This post, though, I should send to my boss in order to understand ME. People always say, “Oh, you're introverted? I would have never guessed!” To which I feel like responding, “Because I'm not fidgeting and flushed and look like I'm about to vomit right now?” It's the close-to-vomit feeling that happens BEFORE having to talk to people but I can certainly handle it if the need arises.

    If I have a really good reason, such as networking for a better job, getting someone to help me with a project that I cannot finish on my own, or making sure my fiance feels like he can bring me places and not babysit me…those are more than enough reasons to suppress the anxiety and just do it.

    Well done, sir.

  4. Thanks, “Boot”. And I think so many people miss the concept BECAUSE it is so straight forward and simple. They fly right over it because some people just have a need to always be moving, bouncing off of a wall or running their mouth that they miss what is right in front of them.

    I too tend to feel my worst right before I start certain things. Driving to an interview I have to conduct is usually worse than actually conducting it.

    By the way, if you think it would help, feel free to send this link to your boss 😉

  5. Good post, as usual. I realized this about myself this weekend at a Father's Day church picnic. Although I dreaded going & as I already shared with you, I even risked certain damnation & bribed my youngest to feign terminal illness to get me out of it. I ended up enjoying it for the very reason you just wrote about. Basically because I found “something to do” rather than sit around & attempt meaningless conversation. I joined in a game of volleyball for a couple of hours which kept my mind & body engaged & focused. I also find I survive painfully uncomfortable parties, weddings & other special occasions if I also have something creative to do, such as helping put it together, designing the theme, keep the food coming or being the photographer. So I agree that having a purpose to it makes all the difference for me.

  6. Ty, you characterize being an introvert extremely well. I've always been one too. At work, I can being outgoing and make a presentation with the best of them, but the minute I get out a structure that requires me to interact, I (deeply) enjoy my private time.

    I consider that a healthy balance. The problem comes when I'm between contracts, because then being an introvert becomes destructive. I become less creative, I go to greater lengths to avoid things.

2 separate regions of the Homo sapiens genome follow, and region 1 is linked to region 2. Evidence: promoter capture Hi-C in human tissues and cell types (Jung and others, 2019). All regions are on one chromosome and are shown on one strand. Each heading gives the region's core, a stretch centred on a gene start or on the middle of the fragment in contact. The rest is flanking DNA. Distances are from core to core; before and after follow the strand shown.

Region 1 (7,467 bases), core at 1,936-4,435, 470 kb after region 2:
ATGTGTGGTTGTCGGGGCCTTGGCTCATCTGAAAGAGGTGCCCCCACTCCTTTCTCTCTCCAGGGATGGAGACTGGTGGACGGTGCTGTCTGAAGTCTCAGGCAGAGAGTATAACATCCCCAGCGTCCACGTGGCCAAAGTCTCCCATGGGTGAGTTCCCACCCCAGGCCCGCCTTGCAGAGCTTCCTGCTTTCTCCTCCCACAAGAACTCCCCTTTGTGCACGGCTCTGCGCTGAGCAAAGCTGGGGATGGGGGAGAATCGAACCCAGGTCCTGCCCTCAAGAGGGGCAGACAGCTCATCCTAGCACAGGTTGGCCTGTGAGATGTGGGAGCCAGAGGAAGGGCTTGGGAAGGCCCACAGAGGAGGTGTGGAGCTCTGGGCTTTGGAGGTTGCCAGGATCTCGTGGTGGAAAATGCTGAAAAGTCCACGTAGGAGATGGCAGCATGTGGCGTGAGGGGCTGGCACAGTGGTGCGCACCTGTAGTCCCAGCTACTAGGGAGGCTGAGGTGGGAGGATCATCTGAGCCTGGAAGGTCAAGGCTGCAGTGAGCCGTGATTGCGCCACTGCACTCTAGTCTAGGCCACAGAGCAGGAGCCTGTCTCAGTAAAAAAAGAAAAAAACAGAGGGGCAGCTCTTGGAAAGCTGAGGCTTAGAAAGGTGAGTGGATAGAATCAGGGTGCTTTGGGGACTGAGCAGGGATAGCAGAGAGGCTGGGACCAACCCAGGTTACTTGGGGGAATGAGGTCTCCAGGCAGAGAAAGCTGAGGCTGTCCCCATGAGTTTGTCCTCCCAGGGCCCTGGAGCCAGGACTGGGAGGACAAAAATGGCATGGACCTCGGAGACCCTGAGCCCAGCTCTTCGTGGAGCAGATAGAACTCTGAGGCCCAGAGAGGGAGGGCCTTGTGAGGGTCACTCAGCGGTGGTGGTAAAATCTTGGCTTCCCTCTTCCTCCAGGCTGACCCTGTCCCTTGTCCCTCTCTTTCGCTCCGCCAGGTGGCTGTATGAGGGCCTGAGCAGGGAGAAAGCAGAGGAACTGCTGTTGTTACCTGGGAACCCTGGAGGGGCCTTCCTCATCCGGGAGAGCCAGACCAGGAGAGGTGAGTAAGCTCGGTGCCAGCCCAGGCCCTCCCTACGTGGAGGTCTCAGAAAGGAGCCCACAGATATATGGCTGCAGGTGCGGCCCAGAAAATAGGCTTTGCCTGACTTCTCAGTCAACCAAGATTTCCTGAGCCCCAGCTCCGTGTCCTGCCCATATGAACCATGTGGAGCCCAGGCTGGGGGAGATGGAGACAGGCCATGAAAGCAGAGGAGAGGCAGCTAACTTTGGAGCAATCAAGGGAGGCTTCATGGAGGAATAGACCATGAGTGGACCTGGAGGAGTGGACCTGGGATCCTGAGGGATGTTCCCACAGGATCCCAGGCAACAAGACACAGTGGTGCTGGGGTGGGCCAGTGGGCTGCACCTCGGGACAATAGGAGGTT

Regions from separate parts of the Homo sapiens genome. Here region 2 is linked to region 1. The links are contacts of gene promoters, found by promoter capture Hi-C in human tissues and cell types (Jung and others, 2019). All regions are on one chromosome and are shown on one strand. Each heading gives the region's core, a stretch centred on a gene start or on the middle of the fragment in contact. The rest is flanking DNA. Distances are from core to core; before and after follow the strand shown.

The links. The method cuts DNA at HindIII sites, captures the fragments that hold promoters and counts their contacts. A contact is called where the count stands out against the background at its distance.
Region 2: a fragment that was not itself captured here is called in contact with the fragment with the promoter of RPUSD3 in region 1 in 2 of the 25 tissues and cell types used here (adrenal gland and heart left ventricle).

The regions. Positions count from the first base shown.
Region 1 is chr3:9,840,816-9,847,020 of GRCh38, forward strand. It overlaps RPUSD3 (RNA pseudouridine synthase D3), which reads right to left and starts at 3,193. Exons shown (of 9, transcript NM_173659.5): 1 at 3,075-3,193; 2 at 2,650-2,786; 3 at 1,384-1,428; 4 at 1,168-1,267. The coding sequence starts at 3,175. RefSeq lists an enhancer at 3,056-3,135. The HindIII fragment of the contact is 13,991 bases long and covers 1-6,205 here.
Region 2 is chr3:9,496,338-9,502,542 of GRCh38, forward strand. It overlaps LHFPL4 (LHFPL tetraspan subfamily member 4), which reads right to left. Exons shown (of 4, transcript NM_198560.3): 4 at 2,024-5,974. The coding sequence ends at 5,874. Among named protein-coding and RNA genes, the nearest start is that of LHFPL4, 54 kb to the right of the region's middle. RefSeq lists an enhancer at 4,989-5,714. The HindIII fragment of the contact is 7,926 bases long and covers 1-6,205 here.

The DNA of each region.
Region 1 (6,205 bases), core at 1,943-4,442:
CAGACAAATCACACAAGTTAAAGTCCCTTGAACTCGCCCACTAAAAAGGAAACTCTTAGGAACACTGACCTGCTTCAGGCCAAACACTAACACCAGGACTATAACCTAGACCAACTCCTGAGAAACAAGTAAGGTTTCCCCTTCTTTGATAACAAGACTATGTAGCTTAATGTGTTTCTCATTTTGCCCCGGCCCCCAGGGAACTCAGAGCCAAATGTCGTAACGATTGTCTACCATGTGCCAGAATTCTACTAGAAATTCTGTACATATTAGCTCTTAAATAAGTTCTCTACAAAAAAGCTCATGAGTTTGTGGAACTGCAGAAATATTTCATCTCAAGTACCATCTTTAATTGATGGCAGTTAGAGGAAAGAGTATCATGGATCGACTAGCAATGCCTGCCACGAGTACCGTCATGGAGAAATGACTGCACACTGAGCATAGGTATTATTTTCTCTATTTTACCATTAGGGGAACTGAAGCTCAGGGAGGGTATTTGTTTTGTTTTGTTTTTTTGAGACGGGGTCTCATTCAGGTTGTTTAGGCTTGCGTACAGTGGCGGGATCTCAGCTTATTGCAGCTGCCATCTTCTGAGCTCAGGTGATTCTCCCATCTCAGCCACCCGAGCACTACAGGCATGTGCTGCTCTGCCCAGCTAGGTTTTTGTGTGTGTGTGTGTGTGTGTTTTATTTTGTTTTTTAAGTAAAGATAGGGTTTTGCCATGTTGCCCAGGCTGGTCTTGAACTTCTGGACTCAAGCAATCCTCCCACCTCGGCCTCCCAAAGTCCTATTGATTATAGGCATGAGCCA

I worry about not having friends as I get older. I watch man-movies about friendship and pine for what they have.

    So I tell myself there is a crisis brewing and I must get out to keep from sliding deeper. To me, these ARE the “highest of stakes”, as you aptly phrased it.

    I believe there is a way to network in a way that is less painful – that's to focus on people you like. The really outgoing types appear to build relationships with quantities of people. What I've found works for me is to find one person I genuinely like to hang out with – and maybe follow them to groups of people that they like.

    Sometimes that creeps people out (the downside), and sometimes you never meet someone you really get along with. I just feel that networking amongst people I like is far easier, far more effective (because I enjoy it) and… necessary.

  7. Thankls, Marc, for your comments. I take a similar approach to your own, in regards to the stakes being the prevention of a lonely, isolated existence.

    Sometimes being introverted, and seeing all the extroversion out there can cause me to want to vanish even further into introversion. Inside my head, where I may be a lone, but things make some degree of sense sometimes. Then I remind myself that there have to be other people out there who view the world and feel things in similar ways, and I try to find them. Too XYZ is in fact one such way I do so.

  8. Great post, Ty. I think of being an introvert in terms of my energy. It drains energy to be with people (as opposed to extroverts, who gain energy from being with people), so I am very choosy about how I will expend my energy. This leads to exactly what you say: I need there to be something defined I'm getting back to it that's worth the energy drain.

    Have you read the Introvert Advantage?

    I also find it interesting the numbers of introverts who love acting.

  9. Brigid…

    Thanks for stopping by. I have not read the Introvert Advantage, but it comes highly recommended from several introverts I know, so it looks like I am going to have to put that one on my “To Read” list!

  10. Anonymous

    This article is so timely for me and completely on the money. I still struggle to find that “sufficient reason” to speak up in group settings and go out and do things. The exceptions are work and rec sports. Playing sports has been extremely helpful for me to come out of my shell. I think as an introvert I've become good at working independently but I know I don't want to be alone forever.